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What Kind of Congressman Would Call for Trump to Fire Robert Mueller? Oh, Right, This Kind.

Matt Gaetz's 2008 mugshot.
Matt Gaetz in 2008.
Okaloosa County Sheriff’s Office via Tampa Bay Times

Republican Florida Rep. Matt Gaetz—who represents the state’s 1st district, which is basically the western half of the panhandle—appeared on CNN Friday to demand that Robert Mueller be fired:

Congress has an obligation to expose this bias, to expose what I believe is a corrupt investigation, and I call on my Republican colleagues to join me in calling for the firing of Bob Mueller.

Gaetz’s reasoning is that the Mueller investigation is unacceptably biased because one of the agents who used to work on it sent private texts to another agent last year that disparaged Donald Trump’s intelligence. The idea that this renders the entire special counsel operation illegitimate is one that’s been heavily promoted by Fox News; it’s also so lame of an argument that both attorney general Jeff Sessions and deputy attorney general Rod Rosenstein—who were appointed by Trump!—have publicly rejected it.

You might wonder what sort of politician would go on national TV to present a theory so flimsy that even Jeff Sessions dismisses it as partisan hackery, and … here you go:

It was the night before Halloween in 2008 when Gaetz, then 26, drove back from the Swamp, a nightclub on Okaloosa Island. He drove a 2001 BMW SUV registered to his state senator dad.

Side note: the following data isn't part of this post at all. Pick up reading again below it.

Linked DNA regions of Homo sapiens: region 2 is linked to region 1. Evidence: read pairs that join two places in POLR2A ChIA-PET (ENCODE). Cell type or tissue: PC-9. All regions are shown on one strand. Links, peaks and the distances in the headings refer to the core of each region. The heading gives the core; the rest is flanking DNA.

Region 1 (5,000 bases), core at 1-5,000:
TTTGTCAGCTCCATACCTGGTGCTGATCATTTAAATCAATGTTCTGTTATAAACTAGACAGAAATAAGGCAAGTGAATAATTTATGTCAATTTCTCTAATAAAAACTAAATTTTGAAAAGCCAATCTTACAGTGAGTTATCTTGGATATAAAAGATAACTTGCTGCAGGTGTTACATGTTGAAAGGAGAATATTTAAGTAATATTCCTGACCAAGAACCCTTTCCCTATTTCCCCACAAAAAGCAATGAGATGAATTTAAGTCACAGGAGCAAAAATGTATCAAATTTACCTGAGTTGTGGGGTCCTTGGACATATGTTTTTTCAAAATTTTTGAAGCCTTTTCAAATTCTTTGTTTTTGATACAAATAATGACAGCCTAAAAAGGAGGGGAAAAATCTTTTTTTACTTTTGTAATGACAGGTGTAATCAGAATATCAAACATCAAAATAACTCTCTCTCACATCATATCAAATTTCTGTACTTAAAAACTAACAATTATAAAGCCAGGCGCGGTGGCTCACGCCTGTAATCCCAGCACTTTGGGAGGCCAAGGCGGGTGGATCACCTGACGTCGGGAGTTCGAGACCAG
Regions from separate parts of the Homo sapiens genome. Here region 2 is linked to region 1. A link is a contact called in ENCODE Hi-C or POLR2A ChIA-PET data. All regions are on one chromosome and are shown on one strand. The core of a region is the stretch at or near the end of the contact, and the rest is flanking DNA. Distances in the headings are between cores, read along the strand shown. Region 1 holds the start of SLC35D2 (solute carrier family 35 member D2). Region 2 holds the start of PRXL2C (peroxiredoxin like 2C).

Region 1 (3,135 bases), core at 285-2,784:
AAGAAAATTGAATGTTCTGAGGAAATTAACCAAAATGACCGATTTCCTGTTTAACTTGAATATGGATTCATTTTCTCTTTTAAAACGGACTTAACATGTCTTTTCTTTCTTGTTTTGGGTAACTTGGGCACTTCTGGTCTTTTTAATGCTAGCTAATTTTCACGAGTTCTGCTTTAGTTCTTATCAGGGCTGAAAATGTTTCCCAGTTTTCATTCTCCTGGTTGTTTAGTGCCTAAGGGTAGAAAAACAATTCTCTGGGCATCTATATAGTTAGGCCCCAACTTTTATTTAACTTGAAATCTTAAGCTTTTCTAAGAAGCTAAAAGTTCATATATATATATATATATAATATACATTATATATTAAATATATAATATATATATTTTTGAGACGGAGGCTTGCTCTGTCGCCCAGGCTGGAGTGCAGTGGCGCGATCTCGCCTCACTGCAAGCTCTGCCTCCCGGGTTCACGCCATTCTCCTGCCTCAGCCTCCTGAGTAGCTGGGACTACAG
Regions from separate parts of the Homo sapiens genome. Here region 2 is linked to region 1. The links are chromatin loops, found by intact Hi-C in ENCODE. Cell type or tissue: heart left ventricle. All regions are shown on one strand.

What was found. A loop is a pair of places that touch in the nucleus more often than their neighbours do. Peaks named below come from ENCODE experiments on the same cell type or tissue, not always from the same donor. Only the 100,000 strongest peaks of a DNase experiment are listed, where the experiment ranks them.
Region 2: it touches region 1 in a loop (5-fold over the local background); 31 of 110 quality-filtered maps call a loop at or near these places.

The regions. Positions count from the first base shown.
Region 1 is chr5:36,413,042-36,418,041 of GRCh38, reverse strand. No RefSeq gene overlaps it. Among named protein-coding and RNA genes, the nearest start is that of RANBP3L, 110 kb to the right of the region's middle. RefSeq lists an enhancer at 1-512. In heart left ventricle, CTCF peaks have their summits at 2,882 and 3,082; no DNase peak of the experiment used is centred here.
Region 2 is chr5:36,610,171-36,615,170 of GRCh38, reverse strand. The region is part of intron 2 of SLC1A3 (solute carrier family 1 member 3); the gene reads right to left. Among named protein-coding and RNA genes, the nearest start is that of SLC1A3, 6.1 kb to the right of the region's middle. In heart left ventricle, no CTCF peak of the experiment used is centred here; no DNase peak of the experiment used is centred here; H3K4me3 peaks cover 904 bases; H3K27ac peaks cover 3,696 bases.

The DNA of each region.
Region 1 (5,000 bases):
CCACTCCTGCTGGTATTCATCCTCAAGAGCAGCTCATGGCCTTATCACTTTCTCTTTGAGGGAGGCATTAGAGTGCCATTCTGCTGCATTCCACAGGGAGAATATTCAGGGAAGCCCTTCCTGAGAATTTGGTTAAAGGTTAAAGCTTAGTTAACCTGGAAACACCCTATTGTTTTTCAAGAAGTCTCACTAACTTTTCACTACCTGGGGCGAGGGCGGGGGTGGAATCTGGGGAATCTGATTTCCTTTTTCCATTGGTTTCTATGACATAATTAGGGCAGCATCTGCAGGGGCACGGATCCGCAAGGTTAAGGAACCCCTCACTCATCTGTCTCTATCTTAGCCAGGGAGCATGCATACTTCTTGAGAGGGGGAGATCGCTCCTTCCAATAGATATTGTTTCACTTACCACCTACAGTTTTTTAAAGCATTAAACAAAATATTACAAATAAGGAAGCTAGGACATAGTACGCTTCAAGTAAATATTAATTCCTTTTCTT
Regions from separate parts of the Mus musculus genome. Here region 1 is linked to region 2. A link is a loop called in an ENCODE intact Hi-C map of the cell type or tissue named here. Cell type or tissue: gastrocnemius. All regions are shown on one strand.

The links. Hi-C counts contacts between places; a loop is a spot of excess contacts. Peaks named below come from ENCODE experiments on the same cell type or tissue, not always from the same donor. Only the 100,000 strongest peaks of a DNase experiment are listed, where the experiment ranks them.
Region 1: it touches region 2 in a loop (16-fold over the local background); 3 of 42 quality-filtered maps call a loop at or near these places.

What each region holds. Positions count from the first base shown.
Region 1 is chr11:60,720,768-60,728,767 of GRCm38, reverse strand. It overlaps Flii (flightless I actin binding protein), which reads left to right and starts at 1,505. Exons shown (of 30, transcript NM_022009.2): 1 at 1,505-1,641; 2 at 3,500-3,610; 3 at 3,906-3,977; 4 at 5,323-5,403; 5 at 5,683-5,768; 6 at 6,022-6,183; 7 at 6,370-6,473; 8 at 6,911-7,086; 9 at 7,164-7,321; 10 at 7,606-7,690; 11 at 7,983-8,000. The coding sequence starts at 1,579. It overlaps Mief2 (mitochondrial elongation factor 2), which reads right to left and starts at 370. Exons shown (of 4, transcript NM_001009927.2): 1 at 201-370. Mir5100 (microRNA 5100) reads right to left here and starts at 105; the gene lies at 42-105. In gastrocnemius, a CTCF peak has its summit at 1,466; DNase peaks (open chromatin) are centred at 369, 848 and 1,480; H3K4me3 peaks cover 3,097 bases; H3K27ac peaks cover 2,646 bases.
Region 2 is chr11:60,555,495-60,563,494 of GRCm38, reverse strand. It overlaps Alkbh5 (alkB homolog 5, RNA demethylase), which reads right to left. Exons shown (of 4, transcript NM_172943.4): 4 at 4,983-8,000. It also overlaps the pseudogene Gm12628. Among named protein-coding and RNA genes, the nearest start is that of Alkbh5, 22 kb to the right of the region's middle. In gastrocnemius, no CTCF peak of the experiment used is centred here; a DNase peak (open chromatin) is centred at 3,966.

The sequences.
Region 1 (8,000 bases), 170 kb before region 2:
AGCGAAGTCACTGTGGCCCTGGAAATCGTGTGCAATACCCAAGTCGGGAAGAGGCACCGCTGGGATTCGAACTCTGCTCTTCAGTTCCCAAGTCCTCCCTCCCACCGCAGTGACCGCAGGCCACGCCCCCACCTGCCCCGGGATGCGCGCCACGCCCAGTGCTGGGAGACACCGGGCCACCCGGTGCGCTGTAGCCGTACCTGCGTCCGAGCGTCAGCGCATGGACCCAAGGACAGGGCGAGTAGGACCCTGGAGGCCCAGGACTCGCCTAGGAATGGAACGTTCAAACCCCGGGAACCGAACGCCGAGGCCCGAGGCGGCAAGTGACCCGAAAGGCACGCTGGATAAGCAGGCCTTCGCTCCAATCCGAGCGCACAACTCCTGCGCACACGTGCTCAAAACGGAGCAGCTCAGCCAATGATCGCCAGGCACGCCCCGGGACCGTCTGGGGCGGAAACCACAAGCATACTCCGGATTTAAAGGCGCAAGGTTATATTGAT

Near midnight, Okaloosa County Deputy Chris Anglin clocked Gaetz going 48 in a 35 mph zone. Anglin later reported that Gaetz fumbled for his license and registration, his eyes were watery and bloodshot, and he swayed and staggered when he got out of the car.

That’s from a Tampa Bay Times piece about Gaetz’s DUI arrest; his father, the state senator, is also a wealthy health-care executive. The younger Gaetz would later run successfully for public office and make news for asserting that the right to carry guns openly in public is granted to humans by God, announcing he wouldn’t support changing “one damn comma” of Florida’s stand-your-ground law when it became an issue of national scrutiny after Trayvon Martin’s death, and implying that two black legislators didn’t know how to write or spell.

For what it’s worth, the DUI charges against Gaetz were later dropped, though he has admitted he made “bad decisions” on the night in question and it’s an open question as to why his license wasn’t automatically suspended after he refused to take a breathalyzer test. He’s also been cited for at least 16 other driving violations since 1999. Sixteen!

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